A security flaw discovered in Minecraft’s code that could give perpetrators the ability to crash servers remotely has been fixed via a patch by Mojang.
Update: Mojang has released an update to Minecraft patch 1.8, listed as version 1.8.4, and it is available now. It fixes reported security issues, in addition to some other minor bug fixes and performance tweaks.
The update is fully compatible with all previous 1.8 versions, and the developer “highly recommends” users update to 1.8.4 as soon as possible.
The vulnerability exploits the client’s privilege to send data to the server about the game’s inventory slots. The client then overloads the server with complex packets. The flaw was discovered by programmer Ammar Askar.
His blog post goes over the details of how he discovered it and shows a simple proof of concept. The process is relatively easy for users to replicate. In this case, he created a list and named it “rekt”. This list has five levels of lists within lists.
“The root of the object, rekt, contains 300 lists. Each list has a list with 10 sublists, and each of those sublists has 10 of their own, up until 5 levels of recursion. That’s a total of 10^5 * 300 = 30,000,000 lists,” said Askar. “And this isn’t even the theoretical maximum for this attack. Just the nbt data for this payload is 26.6 megabytes. But luckily Minecraft implements a way to compress large packets, lucky us! zlib shrinks down our evil data to a mere 39 kilobytes.”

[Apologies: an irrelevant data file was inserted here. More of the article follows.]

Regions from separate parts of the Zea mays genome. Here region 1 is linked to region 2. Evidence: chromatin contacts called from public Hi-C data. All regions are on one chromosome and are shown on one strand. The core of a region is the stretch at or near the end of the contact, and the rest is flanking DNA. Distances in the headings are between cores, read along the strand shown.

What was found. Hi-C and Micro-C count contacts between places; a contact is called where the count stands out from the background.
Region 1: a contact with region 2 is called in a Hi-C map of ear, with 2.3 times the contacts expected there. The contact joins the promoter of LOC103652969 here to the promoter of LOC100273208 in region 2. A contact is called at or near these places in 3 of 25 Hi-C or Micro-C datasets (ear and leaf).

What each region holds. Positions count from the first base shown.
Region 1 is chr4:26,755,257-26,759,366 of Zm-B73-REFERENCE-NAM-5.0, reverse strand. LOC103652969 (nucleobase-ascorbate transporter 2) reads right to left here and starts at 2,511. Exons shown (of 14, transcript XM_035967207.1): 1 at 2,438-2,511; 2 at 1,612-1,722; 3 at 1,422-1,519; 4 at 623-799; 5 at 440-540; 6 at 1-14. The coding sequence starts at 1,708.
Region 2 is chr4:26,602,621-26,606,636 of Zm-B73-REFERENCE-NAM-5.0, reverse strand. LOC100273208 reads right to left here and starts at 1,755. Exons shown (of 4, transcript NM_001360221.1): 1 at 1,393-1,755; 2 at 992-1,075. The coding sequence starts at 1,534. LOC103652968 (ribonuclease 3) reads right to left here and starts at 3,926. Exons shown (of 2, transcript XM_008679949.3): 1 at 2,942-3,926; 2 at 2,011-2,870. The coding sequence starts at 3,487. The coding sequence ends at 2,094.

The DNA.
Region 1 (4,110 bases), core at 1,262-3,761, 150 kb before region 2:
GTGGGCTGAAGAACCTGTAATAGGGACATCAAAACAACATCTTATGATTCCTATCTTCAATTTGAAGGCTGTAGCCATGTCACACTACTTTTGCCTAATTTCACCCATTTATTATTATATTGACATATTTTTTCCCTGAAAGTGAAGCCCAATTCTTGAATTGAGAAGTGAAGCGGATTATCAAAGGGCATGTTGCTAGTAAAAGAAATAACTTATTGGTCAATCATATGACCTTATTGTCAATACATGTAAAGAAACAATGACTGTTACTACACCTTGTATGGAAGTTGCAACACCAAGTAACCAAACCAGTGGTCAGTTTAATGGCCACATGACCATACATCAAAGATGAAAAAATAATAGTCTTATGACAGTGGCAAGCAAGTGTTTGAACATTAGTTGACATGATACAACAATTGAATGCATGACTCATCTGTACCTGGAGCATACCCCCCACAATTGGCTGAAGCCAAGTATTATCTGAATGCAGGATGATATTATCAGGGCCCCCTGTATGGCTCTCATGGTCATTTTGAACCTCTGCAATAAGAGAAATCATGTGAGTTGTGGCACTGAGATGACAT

The server will then try to parse that information into NBT – a Minecraft format designed to save data within files – and will have to create “several million java objects including ArrayLists” which consumes its memory, increases CPU load, and eventually crash it.
Askar adds that the vulnerability can be found in the most recent Minecraft version and almost all previous ones.
“Mojang is no longer a small indie company making a little indie game, their software is used by thousands of servers, hundreds of thousands [of] people play on servers running their software at any given time.
“They have a responsibility to fix and properly work out problems like this. In addition, it should be noted that giving condescending responses to white hats who are responsibly disclosing vulnerabilities and trying to improve a product they enjoy is a sure fire way to get developers dis-interested the next time they come across a bug like this.”
Mojang told Askar following the revelation that it’s working on a fix.
Thanks, Ars Technica.